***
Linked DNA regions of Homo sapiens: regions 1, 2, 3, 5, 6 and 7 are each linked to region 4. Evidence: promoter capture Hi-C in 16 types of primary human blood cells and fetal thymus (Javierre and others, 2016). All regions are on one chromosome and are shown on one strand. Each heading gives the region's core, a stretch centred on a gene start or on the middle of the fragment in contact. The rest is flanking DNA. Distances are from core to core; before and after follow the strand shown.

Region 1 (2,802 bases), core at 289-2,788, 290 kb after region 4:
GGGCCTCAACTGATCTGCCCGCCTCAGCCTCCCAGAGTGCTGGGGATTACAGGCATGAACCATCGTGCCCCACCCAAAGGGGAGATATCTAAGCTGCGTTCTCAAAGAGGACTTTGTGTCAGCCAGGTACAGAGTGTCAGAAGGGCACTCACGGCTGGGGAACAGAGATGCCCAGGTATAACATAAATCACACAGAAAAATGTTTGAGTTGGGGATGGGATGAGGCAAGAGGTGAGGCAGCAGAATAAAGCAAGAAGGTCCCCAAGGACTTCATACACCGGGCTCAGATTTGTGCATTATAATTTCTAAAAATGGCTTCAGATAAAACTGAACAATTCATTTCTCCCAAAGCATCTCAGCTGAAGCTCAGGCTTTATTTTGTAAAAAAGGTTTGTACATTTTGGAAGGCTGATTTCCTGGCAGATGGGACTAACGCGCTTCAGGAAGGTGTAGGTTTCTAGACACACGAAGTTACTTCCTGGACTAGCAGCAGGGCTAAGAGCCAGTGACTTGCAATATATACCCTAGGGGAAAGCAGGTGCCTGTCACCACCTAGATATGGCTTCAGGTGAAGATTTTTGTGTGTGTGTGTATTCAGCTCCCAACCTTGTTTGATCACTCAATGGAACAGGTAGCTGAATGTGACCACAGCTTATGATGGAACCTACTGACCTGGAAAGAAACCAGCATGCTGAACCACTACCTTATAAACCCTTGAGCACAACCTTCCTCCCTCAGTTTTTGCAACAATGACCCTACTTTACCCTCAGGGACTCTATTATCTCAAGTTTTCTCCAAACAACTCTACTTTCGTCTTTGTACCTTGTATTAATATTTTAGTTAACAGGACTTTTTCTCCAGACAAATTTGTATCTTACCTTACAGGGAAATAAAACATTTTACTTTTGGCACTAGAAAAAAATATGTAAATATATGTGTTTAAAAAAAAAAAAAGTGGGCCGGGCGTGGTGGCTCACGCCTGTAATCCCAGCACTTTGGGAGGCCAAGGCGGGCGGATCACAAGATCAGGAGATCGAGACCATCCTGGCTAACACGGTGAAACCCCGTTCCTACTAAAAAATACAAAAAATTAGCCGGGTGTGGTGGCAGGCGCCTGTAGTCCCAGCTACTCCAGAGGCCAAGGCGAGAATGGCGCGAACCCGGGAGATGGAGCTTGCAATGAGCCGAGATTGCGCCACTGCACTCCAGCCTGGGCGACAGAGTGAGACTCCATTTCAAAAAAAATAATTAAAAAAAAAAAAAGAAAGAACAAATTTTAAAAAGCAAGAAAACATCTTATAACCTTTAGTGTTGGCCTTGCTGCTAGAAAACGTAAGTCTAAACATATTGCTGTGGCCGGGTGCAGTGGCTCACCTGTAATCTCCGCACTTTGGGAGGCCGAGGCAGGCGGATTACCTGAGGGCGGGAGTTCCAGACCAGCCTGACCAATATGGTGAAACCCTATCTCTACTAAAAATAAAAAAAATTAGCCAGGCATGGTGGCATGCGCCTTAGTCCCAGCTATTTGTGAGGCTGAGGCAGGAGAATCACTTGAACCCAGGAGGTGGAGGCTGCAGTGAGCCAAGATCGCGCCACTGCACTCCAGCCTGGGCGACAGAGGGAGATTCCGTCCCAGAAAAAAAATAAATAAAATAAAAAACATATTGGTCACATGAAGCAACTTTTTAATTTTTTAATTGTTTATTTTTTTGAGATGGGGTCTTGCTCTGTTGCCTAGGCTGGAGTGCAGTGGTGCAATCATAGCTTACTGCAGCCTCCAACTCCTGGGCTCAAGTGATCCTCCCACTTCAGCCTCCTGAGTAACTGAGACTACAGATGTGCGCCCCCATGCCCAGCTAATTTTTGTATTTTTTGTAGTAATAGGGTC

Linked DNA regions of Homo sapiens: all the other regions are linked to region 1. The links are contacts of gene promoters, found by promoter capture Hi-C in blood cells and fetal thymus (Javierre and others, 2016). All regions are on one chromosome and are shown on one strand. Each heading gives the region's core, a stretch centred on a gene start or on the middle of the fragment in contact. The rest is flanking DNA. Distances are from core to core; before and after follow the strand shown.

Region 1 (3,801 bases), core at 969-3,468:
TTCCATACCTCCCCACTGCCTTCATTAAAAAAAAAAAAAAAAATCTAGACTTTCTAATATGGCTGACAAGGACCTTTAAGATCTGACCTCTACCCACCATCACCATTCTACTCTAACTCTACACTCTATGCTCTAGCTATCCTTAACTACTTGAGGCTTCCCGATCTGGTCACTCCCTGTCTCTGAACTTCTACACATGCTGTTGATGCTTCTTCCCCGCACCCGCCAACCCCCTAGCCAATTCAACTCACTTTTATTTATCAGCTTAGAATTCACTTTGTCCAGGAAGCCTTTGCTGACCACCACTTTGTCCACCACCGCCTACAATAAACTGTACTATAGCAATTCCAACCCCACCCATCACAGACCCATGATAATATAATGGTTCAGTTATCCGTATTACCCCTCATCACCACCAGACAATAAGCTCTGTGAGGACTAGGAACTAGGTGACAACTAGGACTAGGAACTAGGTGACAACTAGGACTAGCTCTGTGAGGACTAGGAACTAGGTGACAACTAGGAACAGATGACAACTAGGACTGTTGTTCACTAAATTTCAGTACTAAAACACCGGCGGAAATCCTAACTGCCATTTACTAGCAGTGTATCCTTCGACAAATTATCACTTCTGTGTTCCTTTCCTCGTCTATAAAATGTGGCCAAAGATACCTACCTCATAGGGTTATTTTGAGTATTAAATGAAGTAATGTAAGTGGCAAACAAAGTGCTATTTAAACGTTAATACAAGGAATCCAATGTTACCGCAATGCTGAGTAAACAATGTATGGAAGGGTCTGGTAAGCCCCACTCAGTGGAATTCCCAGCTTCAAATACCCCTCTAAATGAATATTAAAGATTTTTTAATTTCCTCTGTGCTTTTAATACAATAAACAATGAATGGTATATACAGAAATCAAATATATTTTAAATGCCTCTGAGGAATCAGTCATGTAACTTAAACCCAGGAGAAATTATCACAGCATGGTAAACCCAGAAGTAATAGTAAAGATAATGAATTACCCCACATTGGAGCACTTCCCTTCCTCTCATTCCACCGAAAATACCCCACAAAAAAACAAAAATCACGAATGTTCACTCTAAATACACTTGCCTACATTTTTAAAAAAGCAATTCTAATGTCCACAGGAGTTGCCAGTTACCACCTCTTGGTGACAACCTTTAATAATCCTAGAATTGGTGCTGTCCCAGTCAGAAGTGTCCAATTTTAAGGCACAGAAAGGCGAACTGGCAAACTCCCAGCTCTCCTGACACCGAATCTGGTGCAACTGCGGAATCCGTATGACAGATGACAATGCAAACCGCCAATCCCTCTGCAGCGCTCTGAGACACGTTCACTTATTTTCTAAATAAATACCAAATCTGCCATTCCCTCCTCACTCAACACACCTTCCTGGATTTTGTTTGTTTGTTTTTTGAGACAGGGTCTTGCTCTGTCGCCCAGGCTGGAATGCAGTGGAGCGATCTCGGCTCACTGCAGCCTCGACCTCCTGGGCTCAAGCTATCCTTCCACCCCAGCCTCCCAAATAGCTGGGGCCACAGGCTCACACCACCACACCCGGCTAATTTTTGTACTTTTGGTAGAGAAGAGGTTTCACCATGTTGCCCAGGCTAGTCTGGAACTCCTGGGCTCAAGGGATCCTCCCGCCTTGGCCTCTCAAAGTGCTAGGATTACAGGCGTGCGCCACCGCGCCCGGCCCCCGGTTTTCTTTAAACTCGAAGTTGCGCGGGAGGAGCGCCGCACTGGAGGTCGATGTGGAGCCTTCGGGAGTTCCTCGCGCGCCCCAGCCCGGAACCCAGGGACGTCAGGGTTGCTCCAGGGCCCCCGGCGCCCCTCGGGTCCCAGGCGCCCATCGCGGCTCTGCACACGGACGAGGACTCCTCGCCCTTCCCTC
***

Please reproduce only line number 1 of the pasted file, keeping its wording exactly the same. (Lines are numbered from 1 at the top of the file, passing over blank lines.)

Linked DNA regions of Homo sapiens: regions 1, 2, 3, 5, 6 and 7 are each linked to region 4. Evidence: promoter capture Hi-C in 16 types of primary human blood cells and fetal thymus (Javierre and others, 2016). All regions are on one chromosome and are shown on one strand. Each heading gives the region's core, a stretch centred on a gene start or on the middle of the fragment in contact. The rest is flanking DNA. Distances are from core to core; before and after follow the strand shown.